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High Court declares plans to migrate SDP claimants to Universal Credit unlawful

The High Court in England and Wales has ruled that the government’s Universal Credit migration arrangements for people who had been in receipt of a Severe Disability Premium and who naturally migrated to Universal Credit before 16 January 2019 are unlawful.

The government will now need to reconsider draft regulations for the managed migration of existing benefit claimants to Universal Credit, and a DWP spokesperson has said that the Department is “considering” its response to the ruling.

Differing amounts of compensation paid to those migrating before and after 16 January 2019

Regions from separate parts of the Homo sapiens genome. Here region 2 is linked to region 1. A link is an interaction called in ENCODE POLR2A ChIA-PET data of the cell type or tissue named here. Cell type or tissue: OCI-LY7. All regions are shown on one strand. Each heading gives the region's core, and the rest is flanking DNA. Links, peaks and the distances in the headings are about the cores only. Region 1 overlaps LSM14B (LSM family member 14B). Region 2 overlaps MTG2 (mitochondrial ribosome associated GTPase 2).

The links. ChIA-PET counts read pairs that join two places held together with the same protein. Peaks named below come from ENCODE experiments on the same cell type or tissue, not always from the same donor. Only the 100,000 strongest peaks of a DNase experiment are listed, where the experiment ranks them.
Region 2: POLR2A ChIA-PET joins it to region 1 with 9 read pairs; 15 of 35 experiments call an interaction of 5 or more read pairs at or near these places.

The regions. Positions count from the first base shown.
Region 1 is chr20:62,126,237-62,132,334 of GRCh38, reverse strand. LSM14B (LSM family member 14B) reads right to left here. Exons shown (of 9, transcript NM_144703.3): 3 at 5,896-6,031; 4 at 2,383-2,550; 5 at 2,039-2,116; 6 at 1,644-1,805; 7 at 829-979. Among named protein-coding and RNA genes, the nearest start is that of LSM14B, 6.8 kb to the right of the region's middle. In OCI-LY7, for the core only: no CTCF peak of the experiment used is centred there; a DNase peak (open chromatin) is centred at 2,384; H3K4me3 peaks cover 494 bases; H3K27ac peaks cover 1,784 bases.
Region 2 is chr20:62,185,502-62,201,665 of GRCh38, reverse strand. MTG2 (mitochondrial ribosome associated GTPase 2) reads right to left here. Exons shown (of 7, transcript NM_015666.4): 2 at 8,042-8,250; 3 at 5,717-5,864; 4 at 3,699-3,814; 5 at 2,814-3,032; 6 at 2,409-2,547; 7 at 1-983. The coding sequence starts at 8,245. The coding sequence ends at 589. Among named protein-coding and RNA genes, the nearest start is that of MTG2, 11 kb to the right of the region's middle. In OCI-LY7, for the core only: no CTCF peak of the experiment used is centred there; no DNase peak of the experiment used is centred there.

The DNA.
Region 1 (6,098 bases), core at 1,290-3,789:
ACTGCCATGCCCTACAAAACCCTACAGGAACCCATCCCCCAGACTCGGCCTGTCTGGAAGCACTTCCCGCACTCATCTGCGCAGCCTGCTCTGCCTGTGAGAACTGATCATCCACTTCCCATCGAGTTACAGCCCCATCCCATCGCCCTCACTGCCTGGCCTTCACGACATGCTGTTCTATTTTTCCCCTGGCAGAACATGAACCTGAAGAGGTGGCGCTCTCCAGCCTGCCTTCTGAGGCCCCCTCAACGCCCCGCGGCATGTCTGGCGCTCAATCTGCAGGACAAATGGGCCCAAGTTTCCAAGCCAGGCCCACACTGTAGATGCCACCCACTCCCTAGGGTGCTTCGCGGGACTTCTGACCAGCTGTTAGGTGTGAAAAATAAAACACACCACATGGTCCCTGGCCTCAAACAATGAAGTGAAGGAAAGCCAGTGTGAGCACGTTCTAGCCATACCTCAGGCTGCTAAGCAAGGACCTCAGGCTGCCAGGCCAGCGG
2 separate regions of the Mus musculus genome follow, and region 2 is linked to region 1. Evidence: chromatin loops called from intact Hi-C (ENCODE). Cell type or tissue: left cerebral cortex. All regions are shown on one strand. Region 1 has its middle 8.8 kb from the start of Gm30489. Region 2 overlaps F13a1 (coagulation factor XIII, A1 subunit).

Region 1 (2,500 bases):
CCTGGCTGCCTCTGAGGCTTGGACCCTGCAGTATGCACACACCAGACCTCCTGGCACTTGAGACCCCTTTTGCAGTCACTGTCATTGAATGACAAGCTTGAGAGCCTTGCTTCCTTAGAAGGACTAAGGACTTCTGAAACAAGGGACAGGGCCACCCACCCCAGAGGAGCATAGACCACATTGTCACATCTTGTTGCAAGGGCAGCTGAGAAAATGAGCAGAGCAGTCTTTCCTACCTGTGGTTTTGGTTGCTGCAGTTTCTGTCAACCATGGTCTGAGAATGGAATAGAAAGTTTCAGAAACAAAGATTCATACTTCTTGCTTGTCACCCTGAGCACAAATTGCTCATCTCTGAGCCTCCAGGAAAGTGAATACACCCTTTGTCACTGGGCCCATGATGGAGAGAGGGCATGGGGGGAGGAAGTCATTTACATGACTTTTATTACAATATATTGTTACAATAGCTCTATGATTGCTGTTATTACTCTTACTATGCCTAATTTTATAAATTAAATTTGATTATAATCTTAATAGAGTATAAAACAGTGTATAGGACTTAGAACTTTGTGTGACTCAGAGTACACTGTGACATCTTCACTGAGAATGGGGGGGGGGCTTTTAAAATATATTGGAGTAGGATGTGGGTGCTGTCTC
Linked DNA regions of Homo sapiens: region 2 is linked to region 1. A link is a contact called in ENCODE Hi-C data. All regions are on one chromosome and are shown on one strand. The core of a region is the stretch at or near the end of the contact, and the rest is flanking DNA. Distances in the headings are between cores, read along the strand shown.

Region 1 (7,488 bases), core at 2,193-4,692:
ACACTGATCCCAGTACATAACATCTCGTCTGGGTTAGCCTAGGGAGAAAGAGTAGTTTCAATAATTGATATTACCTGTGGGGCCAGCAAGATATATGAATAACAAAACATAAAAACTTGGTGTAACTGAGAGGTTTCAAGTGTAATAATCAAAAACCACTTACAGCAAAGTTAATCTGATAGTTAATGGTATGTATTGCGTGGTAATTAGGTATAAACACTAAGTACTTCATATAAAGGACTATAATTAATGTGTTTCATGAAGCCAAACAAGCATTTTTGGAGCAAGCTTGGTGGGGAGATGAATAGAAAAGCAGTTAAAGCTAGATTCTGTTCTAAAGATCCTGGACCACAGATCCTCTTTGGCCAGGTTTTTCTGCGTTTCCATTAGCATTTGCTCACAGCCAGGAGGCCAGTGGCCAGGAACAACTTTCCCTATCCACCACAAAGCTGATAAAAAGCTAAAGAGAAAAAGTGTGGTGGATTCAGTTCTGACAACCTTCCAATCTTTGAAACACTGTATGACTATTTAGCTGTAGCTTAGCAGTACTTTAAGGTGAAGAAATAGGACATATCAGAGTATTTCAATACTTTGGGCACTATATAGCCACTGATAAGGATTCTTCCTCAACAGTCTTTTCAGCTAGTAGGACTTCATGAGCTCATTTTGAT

The case in question was brought by claimants in receipt of a severe disability premium who migrated to Universal Credit before the introduction of the SDP Gateway in January 2019.

Under government plans, any claimant in receipt of an SDP who migrated to Universal Credit before the introduction of the gateway would be entitled to £80 per month to compensate for the associated loss in benefits, while claimants who migrate under the managed migration scheme would receive a compensation payment of £180 per month to top up their Universal Credit.  This £180 reflects the actual loss in monetary terms that a claimant in receipt of a Severe Disability Premium is likely to experience as a result of moving to Universal Credit.

The full judgment is available at Bailii.

Tagged In

Benefits, Case law

Author

Etain Ní Fhearghail